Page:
The Sunday Magazine: The Single Greatest Episode of Television

I had something all ready to go for this column and then I woke up to Facebook this morning and this post: “It was five years ago tonight that the single greatest episode of television aired.” As soon as I read it I knew exactly what he was talking about; although I checked IMDB to be sure.

Five years ago, I was sitting down to the penultimate episode of the final season of Breaking Bad called “Ozymandias”. There is no single episode of the series I remember more clearly. The show would end its run a week later but it is this episode which stands out.

One reason it stands out is it ties off several plot strands instead of leaving them to what would have been an overstuffed final episode. From its beginning Breaking Bad was the story of a man doing bad things for a good reason. The entire series is a testament to the old axiom about the path to hell being paved with good intentions. As we near the end Walter White has become a morally bankrupt character. His action, or inaction, has caused the death of many. In “Ozymandias” two of those come home to roost. One was watching a character die while doing nothing. This plot strand was two years in the making to hit this payoff. When Walt reveals his indifference to his longtime partner in crime, Jesse, it is the height of cruelty. The episode opens with a reminder of Walt and Jesse in happier(?) days when they first started cooking meth. By the time it circles around to current events it captures the line from the poem which gives the episode the title, “Look on my Works, ye mighty, and despair!”

Bryan Cranston as Walter White

The final three lines of the poem are “Nothing beside remains. Round the decay/ Of that colossal wreck, boundless and bare/ The lone and level sands stretch far away.” Those describe the final act of the episode as it revolves around a final phone call from Walt back to his wife Skyler. The acting was always of the highest caliber in Breaking Bad, but this single exchange might be its best. Bryan Cranston who plays Walt and Anna Gunn playing Skyler payoff four seasons worth of story in four minutes.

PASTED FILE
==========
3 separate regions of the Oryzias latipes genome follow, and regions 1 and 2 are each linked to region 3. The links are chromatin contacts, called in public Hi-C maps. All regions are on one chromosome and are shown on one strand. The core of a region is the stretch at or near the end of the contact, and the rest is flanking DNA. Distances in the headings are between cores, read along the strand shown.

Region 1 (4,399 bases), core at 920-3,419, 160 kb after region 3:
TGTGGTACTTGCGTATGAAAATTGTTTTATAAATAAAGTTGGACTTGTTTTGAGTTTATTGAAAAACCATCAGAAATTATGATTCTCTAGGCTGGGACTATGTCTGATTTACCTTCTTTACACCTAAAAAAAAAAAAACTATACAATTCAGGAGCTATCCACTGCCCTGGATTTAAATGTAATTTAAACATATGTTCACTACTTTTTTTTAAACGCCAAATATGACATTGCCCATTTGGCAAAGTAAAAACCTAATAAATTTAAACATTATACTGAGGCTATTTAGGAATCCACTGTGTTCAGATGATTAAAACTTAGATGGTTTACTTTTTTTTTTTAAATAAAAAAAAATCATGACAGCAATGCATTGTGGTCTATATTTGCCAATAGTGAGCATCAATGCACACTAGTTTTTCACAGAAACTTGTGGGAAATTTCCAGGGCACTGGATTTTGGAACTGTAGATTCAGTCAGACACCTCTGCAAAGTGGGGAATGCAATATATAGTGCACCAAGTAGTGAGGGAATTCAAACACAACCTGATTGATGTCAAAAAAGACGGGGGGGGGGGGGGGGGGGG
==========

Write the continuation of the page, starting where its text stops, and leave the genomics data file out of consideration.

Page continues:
Anna Gunn as Skyler White

Walt calls Skyler knowing the DEA will have tapped his phone. He wants to take this opportunity to exonerate her in the eyes of the authorities. When Skyler begins to talk with him she begs him to turn himself in. Walt cruelly castigates her for her lack of support. It seems like he is compounding the cruelty shown Jesse earlier in the episode. But he isn’t. We know this because Ms. Gunn shows the audience with a narrowing of her eyes what is happening. As Walt continues to spout hateful things we cut to his face as he chokes back sobs. Again, the facial acting of Mr. Cranston is incredible as that is where you see the true emotion; not in the words. Those words though will exonerate Skyler and keep her from being dragged down by Walt’s acts. As the conversation ends with Walt’s words, “I still got things to do.” It is like a gut punch of emotion.

One other piece of this scene is the direction by Rian Johnson. As the phone call takes place he moves the camera from shadow to light and one profile to the other to visually cue the double-sided nature of the conversation. It provides the actors the opportunity to switch masks as the scene progresses. Mr. Johnson would use his work on Breaking Bad to find himself directing a little movie called Star Wars: The Last Jedi a couple years later. If you watch that movie you will notice some of the same kind of camerawork and staging from “Ozymandias” is also found in a galaxy far, far away.

I am far from being alone in my praise of this episode. It was what the series submitted to the Emmy committees the year it aired. Should be no surprise it won multiple awards including acting ones for Mr. Cranston and Ms. Gunn.

If you watched Breaking Bad, it is worth reminding yourself of this episode by watching it again. If you haven’t watched Breaking Bad and someday do just know it isn’t the final hour which will leave you devastated but the one just before it.

Mark Behnke

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